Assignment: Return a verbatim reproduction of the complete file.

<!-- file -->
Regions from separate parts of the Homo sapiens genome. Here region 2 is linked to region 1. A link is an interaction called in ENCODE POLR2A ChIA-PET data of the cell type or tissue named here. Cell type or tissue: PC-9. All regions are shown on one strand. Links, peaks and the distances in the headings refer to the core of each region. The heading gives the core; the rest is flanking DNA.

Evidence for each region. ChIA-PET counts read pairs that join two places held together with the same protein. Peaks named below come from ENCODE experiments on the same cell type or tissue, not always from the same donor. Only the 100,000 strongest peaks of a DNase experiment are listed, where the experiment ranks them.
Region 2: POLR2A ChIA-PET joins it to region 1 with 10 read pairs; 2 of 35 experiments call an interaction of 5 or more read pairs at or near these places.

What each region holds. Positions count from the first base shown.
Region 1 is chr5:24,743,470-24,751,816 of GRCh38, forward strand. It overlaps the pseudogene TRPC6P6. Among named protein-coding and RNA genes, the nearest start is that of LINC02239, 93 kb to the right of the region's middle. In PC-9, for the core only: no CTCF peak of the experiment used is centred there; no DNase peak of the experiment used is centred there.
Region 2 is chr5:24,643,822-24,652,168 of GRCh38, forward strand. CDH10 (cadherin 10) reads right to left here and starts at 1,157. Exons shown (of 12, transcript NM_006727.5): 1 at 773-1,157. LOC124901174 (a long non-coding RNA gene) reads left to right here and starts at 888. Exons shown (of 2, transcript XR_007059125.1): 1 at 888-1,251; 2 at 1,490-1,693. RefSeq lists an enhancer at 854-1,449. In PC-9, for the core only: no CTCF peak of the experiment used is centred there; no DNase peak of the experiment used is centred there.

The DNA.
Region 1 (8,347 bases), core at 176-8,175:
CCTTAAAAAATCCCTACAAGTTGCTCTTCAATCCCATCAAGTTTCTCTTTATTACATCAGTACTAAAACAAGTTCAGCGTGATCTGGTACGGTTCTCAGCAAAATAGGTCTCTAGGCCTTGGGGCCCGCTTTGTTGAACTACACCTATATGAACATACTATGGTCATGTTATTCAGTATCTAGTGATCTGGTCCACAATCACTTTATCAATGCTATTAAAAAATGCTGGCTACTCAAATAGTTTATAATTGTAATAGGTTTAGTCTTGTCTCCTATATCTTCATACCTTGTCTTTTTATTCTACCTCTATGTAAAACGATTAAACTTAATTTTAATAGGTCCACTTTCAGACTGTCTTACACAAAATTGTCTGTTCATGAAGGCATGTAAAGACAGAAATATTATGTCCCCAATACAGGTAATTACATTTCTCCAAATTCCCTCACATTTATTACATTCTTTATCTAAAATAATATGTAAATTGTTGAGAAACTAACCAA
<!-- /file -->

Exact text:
Regions from separate parts of the Homo sapiens genome. Here region 2 is linked to region 1. A link is an interaction called in ENCODE POLR2A ChIA-PET data of the cell type or tissue named here. Cell type or tissue: PC-9. All regions are shown on one strand. Links, peaks and the distances in the headings refer to the core of each region. The heading gives the core; the rest is flanking DNA.

Evidence for each region. ChIA-PET counts read pairs that join two places held together with the same protein. Peaks named below come from ENCODE experiments on the same cell type or tissue, not always from the same donor. Only the 100,000 strongest peaks of a DNase experiment are listed, where the experiment ranks them.
Region 2: POLR2A ChIA-PET joins it to region 1 with 10 read pairs; 2 of 35 experiments call an interaction of 5 or more read pairs at or near these places.

What each region holds. Positions count from the first base shown.
Region 1 is chr5:24,743,470-24,751,816 of GRCh38, forward strand. It overlaps the pseudogene TRPC6P6. Among named protein-coding and RNA genes, the nearest start is that of LINC02239, 93 kb to the right of the region's middle. In PC-9, for the core only: no CTCF peak of the experiment used is centred there; no DNase peak of the experiment used is centred there.
Region 2 is chr5:24,643,822-24,652,168 of GRCh38, forward strand. CDH10 (cadherin 10) reads right to left here and starts at 1,157. Exons shown (of 12, transcript NM_006727.5): 1 at 773-1,157. LOC124901174 (a long non-coding RNA gene) reads left to right here and starts at 888. Exons shown (of 2, transcript XR_007059125.1): 1 at 888-1,251; 2 at 1,490-1,693. RefSeq lists an enhancer at 854-1,449. In PC-9, for the core only: no CTCF peak of the experiment used is centred there; no DNase peak of the experiment used is centred there.

The DNA.
Region 1 (8,347 bases), core at 176-8,175:
CCTTAAAAAATCCCTACAAGTTGCTCTTCAATCCCATCAAGTTTCTCTTTATTACATCAGTACTAAAACAAGTTCAGCGTGATCTGGTACGGTTCTCAGCAAAATAGGTCTCTAGGCCTTGGGGCCCGCTTTGTTGAACTACACCTATATGAACATACTATGGTCATGTTATTCAGTATCTAGTGATCTGGTCCACAATCACTTTATCAATGCTATTAAAAAATGCTGGCTACTCAAATAGTTTATAATTGTAATAGGTTTAGTCTTGTCTCCTATATCTTCATACCTTGTCTTTTTATTCTACCTCTATGTAAAACGATTAAACTTAATTTTAATAGGTCCACTTTCAGACTGTCTTACACAAAATTGTCTGTTCATGAAGGCATGTAAAGACAGAAATATTATGTCCCCAATACAGGTAATTACATTTCTCCAAATTCCCTCACATTTATTACATTCTTTATCTAAAATAATATGTAAATTGTTGAGAAACTAACCAA